How To Install and Use dos2unix Command In Linux? – POFTUT

How To Install and Use dos2unix Command In Linux?

Different operating systems like Linux and Windows have different text file formats which are not compatible with each other. While using these platforms to edit and read text file there will be problems. If we want to use a text file which is created or edited in Windows or MS-DOS environment in Linux we need to change the text file into Linux format with the dos2unix tool.

Install dos2unix

As dos2unix tool is a very simple tool we can install it for different Linux distributions like below easily.

Ubuntu, Debian, Mint, Kali

We will use apt  command and dos2unix package name for installation.

$ sudo apt install dos2unix
dos2unix Ubuntu, Debian, Mint, Kali
dos2unix Ubuntu, Debian, Mint, Kali

Fedora, CentOS, RedHat

We will use dnf command like below.

$ sudo dnf install dos2unix
dos2unix Fedora, CentOS, RedHat
dos2unix Fedora, CentOS, RedHat

Hidden Characters Problem

As stated previously there are some characters which are not used in Linux text files but used in Windows text files.

  • End of line is specified with Carriage Return `CR` followed by Line Feed `LF` in Windows but In Linux, only Line Feed `LF` is used.
  • Default encoding of Windows Files are UTF-16 but in Linux, UTF-8 is used
  • Binary files are skipped automatically

Print Given File Encoding and Type

We will start by listing or printing the given file encoding type and line terminator type. We will use the Linux file command which provides this information.

$ file a.txt
Print Given File Encoding and Type
Print Given File Encoding and Type

We can see that the file a.txt is encoded with the ISO-8859  and have CRLF or Windows line terminators.

Convert From DOS To Unix Format

We will start with a simple example where we will convert the file which is created in the Windows or MS-DOS environment named a.txt into a file which will be used in the Linux environment. a.txt will be converted as the same file name.

$ dos2unix a.txt
Convert From DOS To Unix Format
Convert From DOS To Unix Format

After checking with the file command we can see that it is referred to as text file without CRLF line terminator.

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Specify Conversion Mode

While converting there are different conversion modes which provide alternative about the conversion. We can use the following options and conversion modes.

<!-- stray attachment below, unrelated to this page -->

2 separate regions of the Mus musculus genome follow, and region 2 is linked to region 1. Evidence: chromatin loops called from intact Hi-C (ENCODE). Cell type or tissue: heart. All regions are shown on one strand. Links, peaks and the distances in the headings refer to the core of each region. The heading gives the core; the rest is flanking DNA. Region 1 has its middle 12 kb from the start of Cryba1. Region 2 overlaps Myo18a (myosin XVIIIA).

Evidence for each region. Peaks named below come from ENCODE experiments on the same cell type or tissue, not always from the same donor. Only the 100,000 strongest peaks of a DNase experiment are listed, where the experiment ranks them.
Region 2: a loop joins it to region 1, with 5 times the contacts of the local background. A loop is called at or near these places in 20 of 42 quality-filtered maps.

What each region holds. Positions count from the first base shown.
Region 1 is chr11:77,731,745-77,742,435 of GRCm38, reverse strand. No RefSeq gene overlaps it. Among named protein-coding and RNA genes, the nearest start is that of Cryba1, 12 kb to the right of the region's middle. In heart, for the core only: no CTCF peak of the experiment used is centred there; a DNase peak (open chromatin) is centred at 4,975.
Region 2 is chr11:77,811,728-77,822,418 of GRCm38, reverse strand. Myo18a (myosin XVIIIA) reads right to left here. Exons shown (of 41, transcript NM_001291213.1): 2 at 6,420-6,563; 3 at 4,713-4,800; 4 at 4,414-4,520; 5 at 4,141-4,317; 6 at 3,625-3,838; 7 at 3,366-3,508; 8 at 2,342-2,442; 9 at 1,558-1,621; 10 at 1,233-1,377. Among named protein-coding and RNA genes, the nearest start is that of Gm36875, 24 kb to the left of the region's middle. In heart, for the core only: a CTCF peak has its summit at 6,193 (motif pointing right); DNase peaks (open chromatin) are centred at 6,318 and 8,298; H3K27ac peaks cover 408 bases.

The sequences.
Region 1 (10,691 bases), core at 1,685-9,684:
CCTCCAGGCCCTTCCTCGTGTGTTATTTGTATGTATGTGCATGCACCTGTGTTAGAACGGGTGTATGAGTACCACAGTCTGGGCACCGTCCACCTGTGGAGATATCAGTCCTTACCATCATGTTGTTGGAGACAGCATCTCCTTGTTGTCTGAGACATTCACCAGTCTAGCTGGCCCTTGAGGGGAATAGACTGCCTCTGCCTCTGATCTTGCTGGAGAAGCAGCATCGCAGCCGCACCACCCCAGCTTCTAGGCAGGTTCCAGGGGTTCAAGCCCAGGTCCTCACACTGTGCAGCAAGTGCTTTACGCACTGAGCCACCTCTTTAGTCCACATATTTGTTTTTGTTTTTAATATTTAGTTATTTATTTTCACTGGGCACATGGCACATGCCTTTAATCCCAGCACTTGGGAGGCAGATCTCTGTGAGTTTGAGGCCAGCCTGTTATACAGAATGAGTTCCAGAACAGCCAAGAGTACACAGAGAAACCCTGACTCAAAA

• `-iso` will convert from default code page into Unix Latin-1
  • `-850` will convert from DOS CP850 to Unix Latin-1
  • `-1252` will convert from Windows CP1252 to Unix UTF-8 or Unicode

In this example, we will convert to ASCII format with the -iso option.

$ dos2unix -iso a.txt
Specify Conversion Mode
Specify Conversion Mode

We can see that detailed information is provided during conversion.

Keep Date Stamp Of Old File

Timestamps are file attributes those holds information like creation time, modification time, access time etc. While converting a text file from DOS format to Linux format this information will be changed. We can preserve the time stamp information with the -k option like below.

$ dos2unix -k a.txt

Specify New File Name

Up to now we have converted files and replaced. We can specify a new file name where the converted file content will be written to this new file and old file will be kept without a change. We will use -o option and specify the new file name.

In this example, we will create the newly converted file name b.txt.

$ dos2unix -n a.txt b.txt
Specify New File Name
Specify New File Name

Recursive Convert with find Command

If there are a lot of files to be converted to Unix or Linux text file format converting them one by one is trivial work. We need to run the bulk operation on all files. We can use find command which will execute given dos2unix command on all found files which are specified as txt.

In this example, we will find all text files which is specified with -name *.txt  in the current working directory which are specified with . and then run dos2unix command all of these files with the xargs command.

$ find . -name "*.txt" | xargs dos2unix

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